Media Release: FAO projects budget surpluses in Ontario over the next six years

[La version française suit le texte anglais.] 


TORONTO, October 27, 2022  Today, the Financial Accountability Office of Ontario (FAO) released a report that provides its projection of the Ontario government’s fiscal position over the 2022-23 to 2027-28 period, based on current policies and announced commitments.

Ontario’s strong economy and accelerating inflation drove extraordinary revenue growth in 2021-22 which led to a $2.1 billion budget surplus. While revenue growth is projected to slow over the outlook, the FAO projects that it will continue to outpace program spending increases, leading to growing budget surpluses from $0.1 billion in 2022-23 to $8.5 billion in 2027-28.

Ongoing budget surpluses are projected to improve Ontario’s fiscal sustainability indicators. The net debt-to-GDP ratio is expected to decline from 39.2 per cent in 2021-22 to 31.5 per cent by 2027-28, the lowest debt burden since 2008-09.

The pace of Ontario’s economic growth is expected to slow sharply to just 0.7 per cent in 2023, reflecting the impact of higher interest rates and ongoing inflation. However, there are significant downside risks to the economic outlook that could slow growth further and negatively affect Ontario’s fiscal outlook.

Compared to the FAO’s spending projection, the 2022 Ontario Budget contains funding shortfalls across all program sectors, totaling an estimated $40.0 billion over six years, with the largest shortfalls in health ($23.4 billion over six years), education ($6.0 billion), and children’s and social services ($4.3 billion). However, the FAO estimates that the government’s spending plan includes $44.0 billion in unallocated contingency funds. The Province will need to use these contingency funds to address the program sector shortfalls identified by the FAO, or make program changes to achieve its sector spending plan targets.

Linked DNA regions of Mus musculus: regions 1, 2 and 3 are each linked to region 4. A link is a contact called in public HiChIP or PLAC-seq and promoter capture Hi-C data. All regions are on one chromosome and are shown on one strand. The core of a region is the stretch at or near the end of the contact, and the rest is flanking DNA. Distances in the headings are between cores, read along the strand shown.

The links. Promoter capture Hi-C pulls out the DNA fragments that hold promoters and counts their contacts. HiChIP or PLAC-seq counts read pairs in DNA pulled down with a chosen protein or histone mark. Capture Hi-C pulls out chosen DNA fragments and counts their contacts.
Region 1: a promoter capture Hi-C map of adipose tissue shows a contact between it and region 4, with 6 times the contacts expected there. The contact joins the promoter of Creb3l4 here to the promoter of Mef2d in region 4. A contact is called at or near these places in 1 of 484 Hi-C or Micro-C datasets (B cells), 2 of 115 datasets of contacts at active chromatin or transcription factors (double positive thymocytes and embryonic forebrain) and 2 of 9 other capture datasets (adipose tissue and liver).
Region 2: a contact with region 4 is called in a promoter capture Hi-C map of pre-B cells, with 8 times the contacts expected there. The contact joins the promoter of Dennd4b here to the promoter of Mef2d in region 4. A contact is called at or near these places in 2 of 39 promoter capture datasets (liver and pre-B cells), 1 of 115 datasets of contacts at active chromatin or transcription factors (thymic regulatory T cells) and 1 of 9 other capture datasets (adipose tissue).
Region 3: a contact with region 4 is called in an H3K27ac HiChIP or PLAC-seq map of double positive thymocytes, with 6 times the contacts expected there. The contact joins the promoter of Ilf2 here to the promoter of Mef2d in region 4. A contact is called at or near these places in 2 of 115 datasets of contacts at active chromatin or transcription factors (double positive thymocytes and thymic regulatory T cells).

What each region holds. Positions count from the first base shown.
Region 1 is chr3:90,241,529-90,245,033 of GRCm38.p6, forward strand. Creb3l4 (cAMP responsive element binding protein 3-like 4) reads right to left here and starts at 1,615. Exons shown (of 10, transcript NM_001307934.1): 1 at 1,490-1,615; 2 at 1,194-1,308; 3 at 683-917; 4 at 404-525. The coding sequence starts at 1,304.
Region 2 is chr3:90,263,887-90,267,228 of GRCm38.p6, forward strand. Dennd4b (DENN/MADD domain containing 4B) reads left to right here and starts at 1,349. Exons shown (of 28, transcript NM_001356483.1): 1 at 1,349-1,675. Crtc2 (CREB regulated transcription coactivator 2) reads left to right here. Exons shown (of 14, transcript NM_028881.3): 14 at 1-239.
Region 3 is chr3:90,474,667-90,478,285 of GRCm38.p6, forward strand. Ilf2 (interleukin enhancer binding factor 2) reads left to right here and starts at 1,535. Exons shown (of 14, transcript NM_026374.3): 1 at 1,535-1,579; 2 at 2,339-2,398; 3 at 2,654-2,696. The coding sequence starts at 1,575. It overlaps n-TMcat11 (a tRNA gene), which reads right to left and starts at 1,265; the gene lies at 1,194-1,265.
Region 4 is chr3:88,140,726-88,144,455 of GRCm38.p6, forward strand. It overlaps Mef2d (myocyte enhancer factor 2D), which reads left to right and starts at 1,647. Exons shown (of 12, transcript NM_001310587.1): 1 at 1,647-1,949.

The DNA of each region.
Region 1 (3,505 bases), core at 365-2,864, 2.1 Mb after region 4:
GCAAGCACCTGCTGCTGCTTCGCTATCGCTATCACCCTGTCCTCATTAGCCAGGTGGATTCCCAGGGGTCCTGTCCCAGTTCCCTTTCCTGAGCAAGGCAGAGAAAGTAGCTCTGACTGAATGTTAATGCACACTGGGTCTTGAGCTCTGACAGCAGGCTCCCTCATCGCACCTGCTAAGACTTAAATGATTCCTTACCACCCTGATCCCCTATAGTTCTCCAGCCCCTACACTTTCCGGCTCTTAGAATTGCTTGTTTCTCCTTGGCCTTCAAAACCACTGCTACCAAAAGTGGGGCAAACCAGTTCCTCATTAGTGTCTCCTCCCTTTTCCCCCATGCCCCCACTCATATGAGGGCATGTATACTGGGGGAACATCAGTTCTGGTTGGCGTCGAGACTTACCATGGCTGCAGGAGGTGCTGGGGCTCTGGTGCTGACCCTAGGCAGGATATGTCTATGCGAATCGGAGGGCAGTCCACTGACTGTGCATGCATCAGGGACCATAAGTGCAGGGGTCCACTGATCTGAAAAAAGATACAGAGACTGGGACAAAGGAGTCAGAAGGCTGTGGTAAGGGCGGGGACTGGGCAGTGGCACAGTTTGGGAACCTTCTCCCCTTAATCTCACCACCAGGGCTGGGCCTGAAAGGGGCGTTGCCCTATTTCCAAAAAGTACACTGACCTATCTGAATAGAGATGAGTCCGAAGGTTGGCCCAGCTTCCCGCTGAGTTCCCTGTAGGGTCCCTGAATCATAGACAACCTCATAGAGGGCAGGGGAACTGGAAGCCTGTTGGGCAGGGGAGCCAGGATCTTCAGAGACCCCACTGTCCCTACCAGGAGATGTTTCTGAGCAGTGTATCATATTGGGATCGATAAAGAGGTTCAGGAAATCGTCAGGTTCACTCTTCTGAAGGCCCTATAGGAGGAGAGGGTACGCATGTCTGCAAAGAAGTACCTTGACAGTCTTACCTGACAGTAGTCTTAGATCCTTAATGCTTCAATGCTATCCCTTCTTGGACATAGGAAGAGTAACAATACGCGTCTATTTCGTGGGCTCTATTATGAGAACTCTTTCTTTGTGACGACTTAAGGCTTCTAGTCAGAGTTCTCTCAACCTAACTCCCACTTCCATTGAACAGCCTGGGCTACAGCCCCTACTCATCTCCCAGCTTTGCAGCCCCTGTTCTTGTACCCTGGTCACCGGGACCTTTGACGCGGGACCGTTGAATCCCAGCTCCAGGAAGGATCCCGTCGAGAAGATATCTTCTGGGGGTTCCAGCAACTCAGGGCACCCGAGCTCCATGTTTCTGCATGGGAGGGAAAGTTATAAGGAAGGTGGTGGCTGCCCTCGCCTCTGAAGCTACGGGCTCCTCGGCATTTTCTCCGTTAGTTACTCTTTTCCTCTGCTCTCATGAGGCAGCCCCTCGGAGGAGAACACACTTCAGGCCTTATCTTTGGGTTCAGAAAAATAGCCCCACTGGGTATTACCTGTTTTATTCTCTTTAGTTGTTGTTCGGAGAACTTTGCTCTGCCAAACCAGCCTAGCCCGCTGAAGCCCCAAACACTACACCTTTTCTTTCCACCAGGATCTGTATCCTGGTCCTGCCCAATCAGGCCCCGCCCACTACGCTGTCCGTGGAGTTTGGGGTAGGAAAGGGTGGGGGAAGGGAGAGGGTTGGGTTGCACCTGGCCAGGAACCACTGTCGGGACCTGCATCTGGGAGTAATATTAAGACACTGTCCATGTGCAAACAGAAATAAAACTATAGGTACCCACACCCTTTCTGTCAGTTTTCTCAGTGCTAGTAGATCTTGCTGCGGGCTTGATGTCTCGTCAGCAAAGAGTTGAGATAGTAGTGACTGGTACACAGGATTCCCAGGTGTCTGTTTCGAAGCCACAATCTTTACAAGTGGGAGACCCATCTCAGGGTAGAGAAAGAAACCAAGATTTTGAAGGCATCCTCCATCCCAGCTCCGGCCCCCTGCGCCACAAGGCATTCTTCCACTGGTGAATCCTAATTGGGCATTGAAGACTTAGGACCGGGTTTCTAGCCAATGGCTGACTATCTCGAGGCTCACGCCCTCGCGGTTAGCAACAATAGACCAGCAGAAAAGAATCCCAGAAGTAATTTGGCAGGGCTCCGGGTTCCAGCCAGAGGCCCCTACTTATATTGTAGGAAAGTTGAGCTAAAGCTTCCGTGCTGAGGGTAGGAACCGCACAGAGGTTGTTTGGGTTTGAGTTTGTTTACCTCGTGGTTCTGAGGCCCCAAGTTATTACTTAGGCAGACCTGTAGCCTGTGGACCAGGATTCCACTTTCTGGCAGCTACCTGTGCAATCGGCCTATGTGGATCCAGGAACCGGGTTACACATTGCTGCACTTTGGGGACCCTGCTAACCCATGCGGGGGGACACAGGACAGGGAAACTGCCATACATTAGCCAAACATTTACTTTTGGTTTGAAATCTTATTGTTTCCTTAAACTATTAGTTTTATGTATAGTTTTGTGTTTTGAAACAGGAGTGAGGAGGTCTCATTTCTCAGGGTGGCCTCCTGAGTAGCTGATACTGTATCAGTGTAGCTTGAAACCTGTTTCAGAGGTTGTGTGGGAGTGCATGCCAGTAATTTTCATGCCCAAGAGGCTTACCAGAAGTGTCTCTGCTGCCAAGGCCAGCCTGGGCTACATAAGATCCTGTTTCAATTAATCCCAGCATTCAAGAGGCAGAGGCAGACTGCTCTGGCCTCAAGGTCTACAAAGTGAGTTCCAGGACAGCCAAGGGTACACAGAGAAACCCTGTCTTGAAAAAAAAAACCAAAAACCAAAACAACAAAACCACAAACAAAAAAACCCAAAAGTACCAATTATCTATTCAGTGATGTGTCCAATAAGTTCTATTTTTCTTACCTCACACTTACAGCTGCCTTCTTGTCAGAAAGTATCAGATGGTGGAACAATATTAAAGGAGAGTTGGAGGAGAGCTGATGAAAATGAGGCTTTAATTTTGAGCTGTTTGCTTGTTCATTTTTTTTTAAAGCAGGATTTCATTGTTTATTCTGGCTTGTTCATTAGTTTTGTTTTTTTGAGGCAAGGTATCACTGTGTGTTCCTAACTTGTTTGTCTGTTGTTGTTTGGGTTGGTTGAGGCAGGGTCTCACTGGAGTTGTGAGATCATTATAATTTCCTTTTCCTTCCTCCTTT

To learn more, read the full report here.

Quick Facts:

  • In 2021-22, tax revenues increased by $20.8 billion – a larger gain in a single year than the increase over the previous five years ($19.1 billion).
  • The FAO projects that the Province will spend $178.9 billion on programs in 2022-23, a 5.0 per cent increase from the $170.5 billion spent in 2021-22.
  • As a share of revenue, debt interest payments are projected to decline to 5.8 per cent in 2027-28, the lowest share on record back to the early 1980s.
  • As the economy slows, Ontario’s job market is expected to cool, with the unemployment rate rising from 5.7 per cent in 2022 to 6.4 per cent in 2023.

About the FAO 

Under the Financial Accountability Officer Act, 2013, the Officer provides independent analysis on the state of the Province's finances, trends in the provincial economy, and related matters important to the Legislative Assembly of Ontario. Visit our website and follow us on Twitter and LinkedIn


For further information, please contact: 
Jessica Martin l 647.527.2385 l l